1. How radical were the liberal reforms?
The reforms were radical and hindsight allows us to see them as pioneering in political terms. However, they were probably not radical enough. At this time the laissez-faire ideology was still perceived as the correct political way. Many politicians still held to John Stuart Mill’s view that “The only purpose of government exercising power is to prevent harm to others. Acting for people’s own good is not the purpose of government..” The radical element in the Liberal Party was actually based on the strong influence of individuals such as Lloyd-George and Churchill who saw the growing popularity of labour movements and, coupled with their own beliefs, helped push forward reforms. Churchill, speaking in 1906, said “I look forward to the creation of a minimum standard of life and labour for all”.
Despite such commendable comments and the subsequent political moves to eradicate poverty, the reforms were not adequate enough, while some of the local governments ignored a few of the reforms. For example, school meals weren’t compulsory until 1914. The main criticism of the pensions act was that not many people lived to the age of 70 around this period of time, and the rate of the pensions were too low to have much effect on widespread poverty. Between 1906 and 1914, wages remained low, and the poor law remained in place, therefore the situations concerning workhouses were similar to what they were previous to the reforms. Also, the issues of disease, inadequate housing, and high illiteracy rates remained unsolved through the reforms, while agricultural workers received no benefits, and remained the lowest paid group of people.
Therefore, although poverty still existed throughout Britain, within many aspects of society without any aid from the government, the liberal reforms were a radical step towards the welfare state.
2. What do items 1(i) and 1(iii) tell us about reactions to the introduction of old age pensions?
Flora Thompson describes the Old Age Pensions Act positively: “When the Old Age Pensions began, life was transformed for such aged cottagers. They were relieved of anxiety.” This is a valuable source as it shows the feelings of those who actually received the pension. However, it is only one persons’ perspective of how the pensions were received and therefore has an element of bias. Thompson could be accused of exaggeration in her assertion that “they were suddenly rich” as the pension was only 5 shillings a week, meaning that even the entitled elderly would not have been ‘rich’ as a result. Another criticism of this source is that it does not focus on those who did not receive benefits. The full amount was only paid to those who earned less than £21 per year. It only applied to British citizens who had lived in the country for over 20 years and people who had not been in prison during the previous10 years. Only about ½ million old people qualified for old age pensions which was, however, very popular among such pensioners.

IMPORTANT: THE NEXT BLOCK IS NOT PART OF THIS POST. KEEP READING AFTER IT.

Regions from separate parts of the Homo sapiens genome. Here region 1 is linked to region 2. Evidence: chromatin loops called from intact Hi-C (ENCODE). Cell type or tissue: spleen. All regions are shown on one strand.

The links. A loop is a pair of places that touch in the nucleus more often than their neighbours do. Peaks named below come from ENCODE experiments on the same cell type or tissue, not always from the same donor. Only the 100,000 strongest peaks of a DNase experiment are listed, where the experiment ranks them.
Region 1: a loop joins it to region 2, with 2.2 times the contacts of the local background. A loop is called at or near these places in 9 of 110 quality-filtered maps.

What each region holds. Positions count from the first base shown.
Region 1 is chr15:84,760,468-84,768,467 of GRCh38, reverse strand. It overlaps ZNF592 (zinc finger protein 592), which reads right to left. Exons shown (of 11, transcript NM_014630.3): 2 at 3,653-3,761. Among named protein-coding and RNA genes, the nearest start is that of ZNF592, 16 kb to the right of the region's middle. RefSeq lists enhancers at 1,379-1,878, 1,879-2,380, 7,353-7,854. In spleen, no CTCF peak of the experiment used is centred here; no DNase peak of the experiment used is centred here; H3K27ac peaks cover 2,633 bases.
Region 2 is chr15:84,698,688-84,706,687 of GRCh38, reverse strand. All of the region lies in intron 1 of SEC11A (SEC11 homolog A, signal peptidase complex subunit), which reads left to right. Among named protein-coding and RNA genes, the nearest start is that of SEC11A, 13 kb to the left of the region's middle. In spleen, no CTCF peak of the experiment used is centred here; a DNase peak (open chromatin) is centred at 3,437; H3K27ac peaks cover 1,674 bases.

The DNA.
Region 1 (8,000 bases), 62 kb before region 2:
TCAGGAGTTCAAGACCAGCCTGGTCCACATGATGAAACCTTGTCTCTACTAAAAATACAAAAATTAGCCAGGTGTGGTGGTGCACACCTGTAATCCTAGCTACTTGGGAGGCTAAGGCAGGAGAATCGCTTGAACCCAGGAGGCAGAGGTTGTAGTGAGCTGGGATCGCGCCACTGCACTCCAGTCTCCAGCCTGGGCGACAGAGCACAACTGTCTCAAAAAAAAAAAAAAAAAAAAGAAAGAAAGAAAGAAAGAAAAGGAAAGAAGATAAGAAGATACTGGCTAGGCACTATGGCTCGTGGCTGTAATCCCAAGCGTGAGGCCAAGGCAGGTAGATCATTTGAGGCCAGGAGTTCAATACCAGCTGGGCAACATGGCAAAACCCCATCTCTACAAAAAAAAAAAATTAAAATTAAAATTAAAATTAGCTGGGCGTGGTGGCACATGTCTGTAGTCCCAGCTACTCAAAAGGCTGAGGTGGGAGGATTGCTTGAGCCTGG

3. Why did the Liberal Government pass so many reforms in the period 1906-1914?
When the Liberals came to power, the country was still under the influence of Victorian beliefs such as the poor being responsible for their own poverty. Some politicians were beginning to support the view that poverty was due to social and economic factors outside the control of the poor. Many poor people believed that it was admitting defeat to accept charity and they were expected to save money against future hard times In reality, few could afford to do this – so, sickness and unemployment were especially feared. Many people retired as late as possible, as the old faced a miserable existence if they had no relatives to look after them